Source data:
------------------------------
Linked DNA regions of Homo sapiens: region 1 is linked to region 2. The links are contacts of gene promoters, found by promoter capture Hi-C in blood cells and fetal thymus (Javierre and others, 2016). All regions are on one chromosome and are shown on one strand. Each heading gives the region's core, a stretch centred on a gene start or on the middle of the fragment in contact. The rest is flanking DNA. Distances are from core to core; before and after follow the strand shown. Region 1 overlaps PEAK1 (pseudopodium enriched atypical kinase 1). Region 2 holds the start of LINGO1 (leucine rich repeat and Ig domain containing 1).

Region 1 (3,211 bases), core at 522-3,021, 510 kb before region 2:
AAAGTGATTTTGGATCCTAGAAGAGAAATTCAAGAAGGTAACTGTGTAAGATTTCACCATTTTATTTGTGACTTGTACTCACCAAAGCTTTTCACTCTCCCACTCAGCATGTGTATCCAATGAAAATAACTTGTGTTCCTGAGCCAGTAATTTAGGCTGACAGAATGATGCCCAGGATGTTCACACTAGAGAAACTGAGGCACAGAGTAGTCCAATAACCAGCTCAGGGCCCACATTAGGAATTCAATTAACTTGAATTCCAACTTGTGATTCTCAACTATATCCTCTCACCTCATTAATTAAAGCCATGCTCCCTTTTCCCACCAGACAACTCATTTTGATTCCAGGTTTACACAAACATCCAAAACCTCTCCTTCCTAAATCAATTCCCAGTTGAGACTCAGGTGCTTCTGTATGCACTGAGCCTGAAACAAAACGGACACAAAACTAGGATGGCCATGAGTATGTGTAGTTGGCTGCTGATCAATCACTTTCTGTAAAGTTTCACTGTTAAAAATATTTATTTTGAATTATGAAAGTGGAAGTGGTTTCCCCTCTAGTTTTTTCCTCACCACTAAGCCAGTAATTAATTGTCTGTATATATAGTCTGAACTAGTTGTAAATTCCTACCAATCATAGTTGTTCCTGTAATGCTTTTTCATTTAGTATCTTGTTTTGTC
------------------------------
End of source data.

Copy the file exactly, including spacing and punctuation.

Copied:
Linked DNA regions of Homo sapiens: region 1 is linked to region 2. The links are contacts of gene promoters, found by promoter capture Hi-C in blood cells and fetal thymus (Javierre and others, 2016). All regions are on one chromosome and are shown on one strand. Each heading gives the region's core, a stretch centred on a gene start or on the middle of the fragment in contact. The rest is flanking DNA. Distances are from core to core; before and after follow the strand shown. Region 1 overlaps PEAK1 (pseudopodium enriched atypical kinase 1). Region 2 holds the start of LINGO1 (leucine rich repeat and Ig domain containing 1).

Region 1 (3,211 bases), core at 522-3,021, 510 kb before region 2:
AAAGTGATTTTGGATCCTAGAAGAGAAATTCAAGAAGGTAACTGTGTAAGATTTCACCATTTTATTTGTGACTTGTACTCACCAAAGCTTTTCACTCTCCCACTCAGCATGTGTATCCAATGAAAATAACTTGTGTTCCTGAGCCAGTAATTTAGGCTGACAGAATGATGCCCAGGATGTTCACACTAGAGAAACTGAGGCACAGAGTAGTCCAATAACCAGCTCAGGGCCCACATTAGGAATTCAATTAACTTGAATTCCAACTTGTGATTCTCAACTATATCCTCTCACCTCATTAATTAAAGCCATGCTCCCTTTTCCCACCAGACAACTCATTTTGATTCCAGGTTTACACAAACATCCAAAACCTCTCCTTCCTAAATCAATTCCCAGTTGAGACTCAGGTGCTTCTGTATGCACTGAGCCTGAAACAAAACGGACACAAAACTAGGATGGCCATGAGTATGTGTAGTTGGCTGCTGATCAATCACTTTCTGTAAAGTTTCACTGTTAAAAATATTTATTTTGAATTATGAAAGTGGAAGTGGTTTCCCCTCTAGTTTTTTCCTCACCACTAAGCCAGTAATTAATTGTCTGTATATATAGTCTGAACTAGTTGTAAATTCCTACCAATCATAGTTGTTCCTGTAATGCTTTTTCATTTAGTATCTTGTTTTGTC